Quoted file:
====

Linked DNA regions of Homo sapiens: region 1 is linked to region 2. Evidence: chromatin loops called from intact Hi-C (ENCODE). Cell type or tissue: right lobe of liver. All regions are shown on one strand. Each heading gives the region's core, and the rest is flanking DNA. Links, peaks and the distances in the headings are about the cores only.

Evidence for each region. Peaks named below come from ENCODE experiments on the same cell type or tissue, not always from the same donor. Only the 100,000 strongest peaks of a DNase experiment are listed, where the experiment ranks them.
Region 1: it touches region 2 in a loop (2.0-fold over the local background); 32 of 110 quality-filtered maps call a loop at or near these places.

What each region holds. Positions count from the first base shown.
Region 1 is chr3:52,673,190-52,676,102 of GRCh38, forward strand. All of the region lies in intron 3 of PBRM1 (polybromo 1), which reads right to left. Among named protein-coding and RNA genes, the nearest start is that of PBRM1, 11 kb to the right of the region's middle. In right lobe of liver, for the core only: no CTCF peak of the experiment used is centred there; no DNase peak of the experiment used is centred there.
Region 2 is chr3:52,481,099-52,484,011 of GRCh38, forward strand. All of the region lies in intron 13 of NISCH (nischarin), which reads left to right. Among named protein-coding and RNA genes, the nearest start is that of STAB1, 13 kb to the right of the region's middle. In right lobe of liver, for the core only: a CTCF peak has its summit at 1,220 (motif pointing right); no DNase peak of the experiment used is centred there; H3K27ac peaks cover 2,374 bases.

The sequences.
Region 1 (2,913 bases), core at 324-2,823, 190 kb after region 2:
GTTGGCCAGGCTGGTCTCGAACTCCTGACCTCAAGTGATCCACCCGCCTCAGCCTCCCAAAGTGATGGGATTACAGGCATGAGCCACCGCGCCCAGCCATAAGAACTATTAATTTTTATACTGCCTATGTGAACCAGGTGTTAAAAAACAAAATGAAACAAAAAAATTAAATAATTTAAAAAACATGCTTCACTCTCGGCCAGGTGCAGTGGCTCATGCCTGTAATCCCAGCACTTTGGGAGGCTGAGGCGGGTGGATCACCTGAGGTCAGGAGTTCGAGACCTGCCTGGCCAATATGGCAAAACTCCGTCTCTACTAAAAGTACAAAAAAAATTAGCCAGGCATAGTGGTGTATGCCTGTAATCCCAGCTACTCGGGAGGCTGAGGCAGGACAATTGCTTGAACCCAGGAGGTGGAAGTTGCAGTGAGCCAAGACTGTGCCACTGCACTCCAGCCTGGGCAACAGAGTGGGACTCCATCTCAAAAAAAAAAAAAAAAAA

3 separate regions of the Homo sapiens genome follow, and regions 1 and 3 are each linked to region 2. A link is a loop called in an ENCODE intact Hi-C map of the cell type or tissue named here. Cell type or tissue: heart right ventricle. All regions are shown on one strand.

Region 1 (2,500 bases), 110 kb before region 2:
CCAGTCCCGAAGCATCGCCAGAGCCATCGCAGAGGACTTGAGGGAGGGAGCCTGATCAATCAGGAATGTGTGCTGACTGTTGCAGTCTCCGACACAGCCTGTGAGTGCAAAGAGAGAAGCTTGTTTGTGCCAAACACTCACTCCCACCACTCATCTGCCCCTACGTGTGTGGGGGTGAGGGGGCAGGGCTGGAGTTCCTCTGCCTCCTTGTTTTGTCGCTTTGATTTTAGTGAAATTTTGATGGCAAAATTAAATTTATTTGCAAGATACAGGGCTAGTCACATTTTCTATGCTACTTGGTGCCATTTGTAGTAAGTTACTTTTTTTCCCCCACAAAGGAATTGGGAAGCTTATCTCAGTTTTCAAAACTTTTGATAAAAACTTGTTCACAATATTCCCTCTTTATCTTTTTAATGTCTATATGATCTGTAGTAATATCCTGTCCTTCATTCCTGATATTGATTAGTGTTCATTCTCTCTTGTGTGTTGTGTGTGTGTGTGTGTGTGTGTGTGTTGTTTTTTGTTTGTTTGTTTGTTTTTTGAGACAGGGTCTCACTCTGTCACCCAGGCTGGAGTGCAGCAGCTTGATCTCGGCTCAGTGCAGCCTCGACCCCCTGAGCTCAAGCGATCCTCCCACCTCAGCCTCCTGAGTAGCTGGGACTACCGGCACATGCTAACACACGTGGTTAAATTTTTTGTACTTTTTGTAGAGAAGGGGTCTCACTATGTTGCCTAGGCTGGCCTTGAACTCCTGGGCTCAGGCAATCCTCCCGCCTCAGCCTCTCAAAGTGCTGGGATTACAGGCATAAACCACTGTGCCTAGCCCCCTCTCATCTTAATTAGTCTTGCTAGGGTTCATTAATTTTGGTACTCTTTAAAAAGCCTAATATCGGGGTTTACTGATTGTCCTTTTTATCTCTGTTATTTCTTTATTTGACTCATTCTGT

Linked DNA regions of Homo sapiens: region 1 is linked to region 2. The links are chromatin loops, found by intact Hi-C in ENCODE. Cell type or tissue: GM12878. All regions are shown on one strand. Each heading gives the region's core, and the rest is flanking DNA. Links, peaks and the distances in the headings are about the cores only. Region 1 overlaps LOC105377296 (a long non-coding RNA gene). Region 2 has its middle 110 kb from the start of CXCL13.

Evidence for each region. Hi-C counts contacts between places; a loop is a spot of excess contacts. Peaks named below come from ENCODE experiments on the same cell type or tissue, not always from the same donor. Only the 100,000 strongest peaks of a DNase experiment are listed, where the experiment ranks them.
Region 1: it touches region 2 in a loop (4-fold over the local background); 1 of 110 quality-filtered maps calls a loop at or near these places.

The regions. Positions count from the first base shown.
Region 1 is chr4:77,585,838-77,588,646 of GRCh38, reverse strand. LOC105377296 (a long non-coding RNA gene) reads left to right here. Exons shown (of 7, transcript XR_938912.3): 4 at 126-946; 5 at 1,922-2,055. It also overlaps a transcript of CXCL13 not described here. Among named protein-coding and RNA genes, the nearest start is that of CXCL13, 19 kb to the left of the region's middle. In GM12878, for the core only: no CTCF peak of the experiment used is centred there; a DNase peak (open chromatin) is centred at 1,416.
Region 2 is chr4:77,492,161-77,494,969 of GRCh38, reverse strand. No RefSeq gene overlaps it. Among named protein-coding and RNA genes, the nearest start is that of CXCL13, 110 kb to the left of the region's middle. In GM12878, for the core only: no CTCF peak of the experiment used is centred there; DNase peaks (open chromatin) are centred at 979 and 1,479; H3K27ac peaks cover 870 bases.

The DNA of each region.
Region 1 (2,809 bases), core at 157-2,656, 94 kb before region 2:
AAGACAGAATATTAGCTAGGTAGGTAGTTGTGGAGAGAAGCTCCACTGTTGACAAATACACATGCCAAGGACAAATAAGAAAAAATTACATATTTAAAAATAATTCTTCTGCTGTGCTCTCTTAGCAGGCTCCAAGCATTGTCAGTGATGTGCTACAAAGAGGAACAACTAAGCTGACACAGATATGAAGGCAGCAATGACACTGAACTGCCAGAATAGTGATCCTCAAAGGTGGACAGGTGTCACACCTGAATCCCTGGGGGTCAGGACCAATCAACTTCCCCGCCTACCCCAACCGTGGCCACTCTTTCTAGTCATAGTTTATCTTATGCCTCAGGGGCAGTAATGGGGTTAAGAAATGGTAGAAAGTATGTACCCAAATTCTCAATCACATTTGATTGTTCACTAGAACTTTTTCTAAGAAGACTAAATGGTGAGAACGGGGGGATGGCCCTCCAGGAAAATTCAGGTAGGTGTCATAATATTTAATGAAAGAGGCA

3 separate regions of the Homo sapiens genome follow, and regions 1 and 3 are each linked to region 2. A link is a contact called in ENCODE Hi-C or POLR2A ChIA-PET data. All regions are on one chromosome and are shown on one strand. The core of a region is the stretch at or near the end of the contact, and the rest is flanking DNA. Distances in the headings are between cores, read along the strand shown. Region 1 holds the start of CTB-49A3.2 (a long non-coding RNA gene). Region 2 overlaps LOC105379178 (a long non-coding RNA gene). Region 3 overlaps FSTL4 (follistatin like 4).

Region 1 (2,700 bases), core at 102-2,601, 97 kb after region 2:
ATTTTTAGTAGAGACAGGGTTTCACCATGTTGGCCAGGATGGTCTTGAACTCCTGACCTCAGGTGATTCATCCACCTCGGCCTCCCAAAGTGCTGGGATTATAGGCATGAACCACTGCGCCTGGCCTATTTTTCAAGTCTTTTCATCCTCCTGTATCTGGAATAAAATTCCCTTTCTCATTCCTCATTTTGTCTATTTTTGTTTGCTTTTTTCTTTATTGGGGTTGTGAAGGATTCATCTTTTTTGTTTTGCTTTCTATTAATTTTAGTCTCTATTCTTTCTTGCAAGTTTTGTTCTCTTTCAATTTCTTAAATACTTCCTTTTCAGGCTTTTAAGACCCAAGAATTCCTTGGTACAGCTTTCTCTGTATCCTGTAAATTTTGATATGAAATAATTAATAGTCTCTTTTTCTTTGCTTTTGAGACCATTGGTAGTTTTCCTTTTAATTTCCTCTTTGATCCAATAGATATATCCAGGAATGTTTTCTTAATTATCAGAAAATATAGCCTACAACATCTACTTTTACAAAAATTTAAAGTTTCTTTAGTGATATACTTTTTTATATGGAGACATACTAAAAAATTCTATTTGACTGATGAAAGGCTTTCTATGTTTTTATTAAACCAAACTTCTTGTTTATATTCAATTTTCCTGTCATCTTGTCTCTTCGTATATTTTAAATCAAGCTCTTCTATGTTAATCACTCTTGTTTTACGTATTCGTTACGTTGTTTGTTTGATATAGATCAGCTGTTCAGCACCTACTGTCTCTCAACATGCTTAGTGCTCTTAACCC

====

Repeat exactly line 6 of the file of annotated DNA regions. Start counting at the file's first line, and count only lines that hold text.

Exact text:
Region 2 is chr3:52,481,099-52,484,011 of GRCh38, forward strand. All of the region lies in intron 13 of NISCH (nischarin), which reads left to right. Among named protein-coding and RNA genes, the nearest start is that of STAB1, 13 kb to the right of the region's middle. In right lobe of liver, for the core only: a CTCF peak has its summit at 1,220 (motif pointing right); no DNase peak of the experiment used is centred there; H3K27ac peaks cover 2,374 bases.